Ibby needs to chase down avid Ben Gurion's ancestors and get them to retract this statement me thinks."If I were an Arab leader, I would never sign an agreement with Israel. It is normal; we have taken their country. It is true God promised it to us, but how could that interest them? Our God is not theirs. There has been Anti – Semitism, the Nazis, Hitler, Auschwitz, but was that their fault ? They see but one thing: we have come and we have stolen their country. Why would they accept that?" — David Ben Gurion

  • orang

    Ahh, the "Lion of the Desert"Here's the "Butcher of Beirut", the "Nougat of the Negev","We'll make a pastrami sandwich of them, … we'll insert a strip of Jewish settlements in between the Palestinians, and then another strip of Jewish settlements right across the West Bank, so that in 25 years' time, neither the United Nations nor the United States, nobody, will be able to tear it apart."(Ariel (Arik) Sharon, 1973)But who'se this guy?"Israel, having ceased to care about the children of the Palestinians, should not be surprised when they come washed in hatred and blow themselves up in the centres of Israeli escapism. They consign themselves to Allah in our places of recreation, because their own lives are torture. They spill their own blood in our restaurants in order to ruin our appetites, because they have children and parents at home who are hungry and humiliated."(Avraham Burg, 15 September 2003)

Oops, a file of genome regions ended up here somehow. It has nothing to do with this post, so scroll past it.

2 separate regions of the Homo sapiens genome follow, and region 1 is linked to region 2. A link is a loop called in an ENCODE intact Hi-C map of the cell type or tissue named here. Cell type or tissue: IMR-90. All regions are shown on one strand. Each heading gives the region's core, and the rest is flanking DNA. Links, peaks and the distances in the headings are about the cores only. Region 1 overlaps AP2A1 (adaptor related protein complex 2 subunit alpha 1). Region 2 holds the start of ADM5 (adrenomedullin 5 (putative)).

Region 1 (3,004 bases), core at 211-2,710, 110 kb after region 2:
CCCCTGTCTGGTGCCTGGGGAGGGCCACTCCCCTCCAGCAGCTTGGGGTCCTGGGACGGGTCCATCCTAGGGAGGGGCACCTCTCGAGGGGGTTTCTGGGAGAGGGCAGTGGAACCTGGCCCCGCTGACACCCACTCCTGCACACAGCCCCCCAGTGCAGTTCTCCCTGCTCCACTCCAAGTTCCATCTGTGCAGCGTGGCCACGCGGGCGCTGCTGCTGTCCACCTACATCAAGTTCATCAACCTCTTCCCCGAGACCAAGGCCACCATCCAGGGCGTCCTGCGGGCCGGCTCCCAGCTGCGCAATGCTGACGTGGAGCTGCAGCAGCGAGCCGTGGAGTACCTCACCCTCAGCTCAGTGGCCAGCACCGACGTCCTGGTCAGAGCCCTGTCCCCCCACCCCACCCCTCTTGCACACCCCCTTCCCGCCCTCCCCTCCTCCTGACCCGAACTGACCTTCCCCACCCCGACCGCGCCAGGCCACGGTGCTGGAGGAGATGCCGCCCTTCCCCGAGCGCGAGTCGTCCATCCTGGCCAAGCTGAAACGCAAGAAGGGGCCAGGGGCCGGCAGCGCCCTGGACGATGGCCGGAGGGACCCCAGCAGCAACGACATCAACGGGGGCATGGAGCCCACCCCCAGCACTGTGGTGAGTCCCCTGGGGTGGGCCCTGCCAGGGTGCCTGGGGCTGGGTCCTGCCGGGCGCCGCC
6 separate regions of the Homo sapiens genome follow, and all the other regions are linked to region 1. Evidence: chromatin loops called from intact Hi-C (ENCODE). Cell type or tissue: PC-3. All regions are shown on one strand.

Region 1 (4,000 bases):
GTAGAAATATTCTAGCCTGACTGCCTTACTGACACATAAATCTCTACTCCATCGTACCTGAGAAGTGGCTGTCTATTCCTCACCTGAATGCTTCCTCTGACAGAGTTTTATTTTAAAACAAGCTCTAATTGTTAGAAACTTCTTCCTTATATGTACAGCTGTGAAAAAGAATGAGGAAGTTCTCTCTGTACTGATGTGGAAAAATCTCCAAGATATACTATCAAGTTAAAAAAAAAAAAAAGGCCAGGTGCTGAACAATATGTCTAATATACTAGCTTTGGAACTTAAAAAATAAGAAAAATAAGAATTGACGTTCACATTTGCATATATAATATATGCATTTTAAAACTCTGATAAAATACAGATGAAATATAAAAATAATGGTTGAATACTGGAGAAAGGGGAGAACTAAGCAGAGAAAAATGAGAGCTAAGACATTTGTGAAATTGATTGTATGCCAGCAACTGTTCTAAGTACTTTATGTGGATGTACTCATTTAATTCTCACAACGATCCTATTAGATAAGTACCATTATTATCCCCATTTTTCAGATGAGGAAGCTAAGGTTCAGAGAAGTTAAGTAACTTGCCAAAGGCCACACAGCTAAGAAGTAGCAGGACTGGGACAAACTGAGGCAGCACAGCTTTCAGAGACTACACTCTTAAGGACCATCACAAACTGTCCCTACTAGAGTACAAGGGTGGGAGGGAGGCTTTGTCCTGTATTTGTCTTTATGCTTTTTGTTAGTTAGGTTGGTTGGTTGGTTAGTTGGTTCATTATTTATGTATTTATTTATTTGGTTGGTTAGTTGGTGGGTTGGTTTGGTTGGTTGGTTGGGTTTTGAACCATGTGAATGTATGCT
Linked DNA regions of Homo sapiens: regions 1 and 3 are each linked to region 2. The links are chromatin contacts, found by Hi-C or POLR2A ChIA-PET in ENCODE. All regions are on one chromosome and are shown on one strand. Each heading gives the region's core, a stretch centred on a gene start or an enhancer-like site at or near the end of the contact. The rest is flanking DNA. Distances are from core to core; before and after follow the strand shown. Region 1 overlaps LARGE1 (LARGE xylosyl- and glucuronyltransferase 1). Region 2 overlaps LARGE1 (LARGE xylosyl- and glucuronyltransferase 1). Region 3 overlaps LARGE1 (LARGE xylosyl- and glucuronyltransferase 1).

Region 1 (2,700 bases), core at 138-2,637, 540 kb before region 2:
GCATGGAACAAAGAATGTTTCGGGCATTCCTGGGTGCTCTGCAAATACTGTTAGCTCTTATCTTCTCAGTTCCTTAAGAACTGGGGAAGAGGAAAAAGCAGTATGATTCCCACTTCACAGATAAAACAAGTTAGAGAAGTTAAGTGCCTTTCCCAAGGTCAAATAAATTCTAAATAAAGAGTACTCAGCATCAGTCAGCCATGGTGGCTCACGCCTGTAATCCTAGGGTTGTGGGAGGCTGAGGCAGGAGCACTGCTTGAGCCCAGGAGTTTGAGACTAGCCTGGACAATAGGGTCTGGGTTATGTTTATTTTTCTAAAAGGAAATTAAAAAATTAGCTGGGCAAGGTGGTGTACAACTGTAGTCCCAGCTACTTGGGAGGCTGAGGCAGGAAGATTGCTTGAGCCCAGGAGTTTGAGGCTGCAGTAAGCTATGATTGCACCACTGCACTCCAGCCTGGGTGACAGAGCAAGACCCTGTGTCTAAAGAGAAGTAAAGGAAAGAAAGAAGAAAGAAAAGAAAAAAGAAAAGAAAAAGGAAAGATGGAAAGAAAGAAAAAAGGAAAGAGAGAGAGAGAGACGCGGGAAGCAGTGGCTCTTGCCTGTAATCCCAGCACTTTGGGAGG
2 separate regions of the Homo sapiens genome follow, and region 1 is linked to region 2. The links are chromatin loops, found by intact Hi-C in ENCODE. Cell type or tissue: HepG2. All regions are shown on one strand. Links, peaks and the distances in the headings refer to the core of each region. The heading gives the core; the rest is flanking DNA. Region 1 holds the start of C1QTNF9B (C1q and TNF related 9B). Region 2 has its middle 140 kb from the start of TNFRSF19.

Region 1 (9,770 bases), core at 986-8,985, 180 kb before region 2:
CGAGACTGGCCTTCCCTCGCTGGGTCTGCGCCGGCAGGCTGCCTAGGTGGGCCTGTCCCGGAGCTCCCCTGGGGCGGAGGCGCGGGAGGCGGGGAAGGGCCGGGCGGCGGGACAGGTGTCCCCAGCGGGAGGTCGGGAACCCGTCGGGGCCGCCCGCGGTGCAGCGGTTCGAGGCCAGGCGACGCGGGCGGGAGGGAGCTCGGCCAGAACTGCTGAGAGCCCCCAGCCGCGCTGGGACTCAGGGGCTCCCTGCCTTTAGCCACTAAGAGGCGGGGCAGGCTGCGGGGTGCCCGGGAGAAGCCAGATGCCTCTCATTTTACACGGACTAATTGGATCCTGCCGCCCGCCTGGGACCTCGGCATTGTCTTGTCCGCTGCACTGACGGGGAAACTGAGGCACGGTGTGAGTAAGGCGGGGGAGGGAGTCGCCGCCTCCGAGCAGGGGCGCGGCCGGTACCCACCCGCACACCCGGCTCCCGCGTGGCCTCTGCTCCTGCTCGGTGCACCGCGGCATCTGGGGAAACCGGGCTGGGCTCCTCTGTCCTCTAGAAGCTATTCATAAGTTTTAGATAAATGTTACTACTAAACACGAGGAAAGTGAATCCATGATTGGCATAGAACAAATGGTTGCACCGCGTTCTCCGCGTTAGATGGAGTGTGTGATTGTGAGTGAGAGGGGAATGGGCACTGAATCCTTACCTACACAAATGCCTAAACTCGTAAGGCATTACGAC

• Wombat

    Yo gotta hadn it to these men of peace.

  • Ibrahamav

    We certainly can't hand it to our ape and antisemite, obvious men of addamo.

  • neoleftychick

    orang"eddy, you should know that they own it by legitimately winning it in the pre-emptive war of 1967. They deserve it."By winning what exactly? The area that Jordan had illegally invaded and occupied in 1948 without a peep from the towelheads?Typical Muslim dopey reasoning AND hypocrisy.

  • orang

    maybe they just don't like being f*cked up the arse by ….non-muslims?I dunno – just thinking out loud.

  • Ibrahamav

    So they are protitutes who believe they weren’t given full fare. Interesting analogy.

    Of course, your racist mark was unneccessary, but it is understood that you can’t help yourself. It’s a simian thing.

  • Ibrahamav

    So they enjoy it, but they're racists because if they find out its a Jew behind them, they hate it? Sounds like a picky prostitute to me.

  • orang

    Maybe they never got paid yet. Typical, Israelis expecting something for nothing.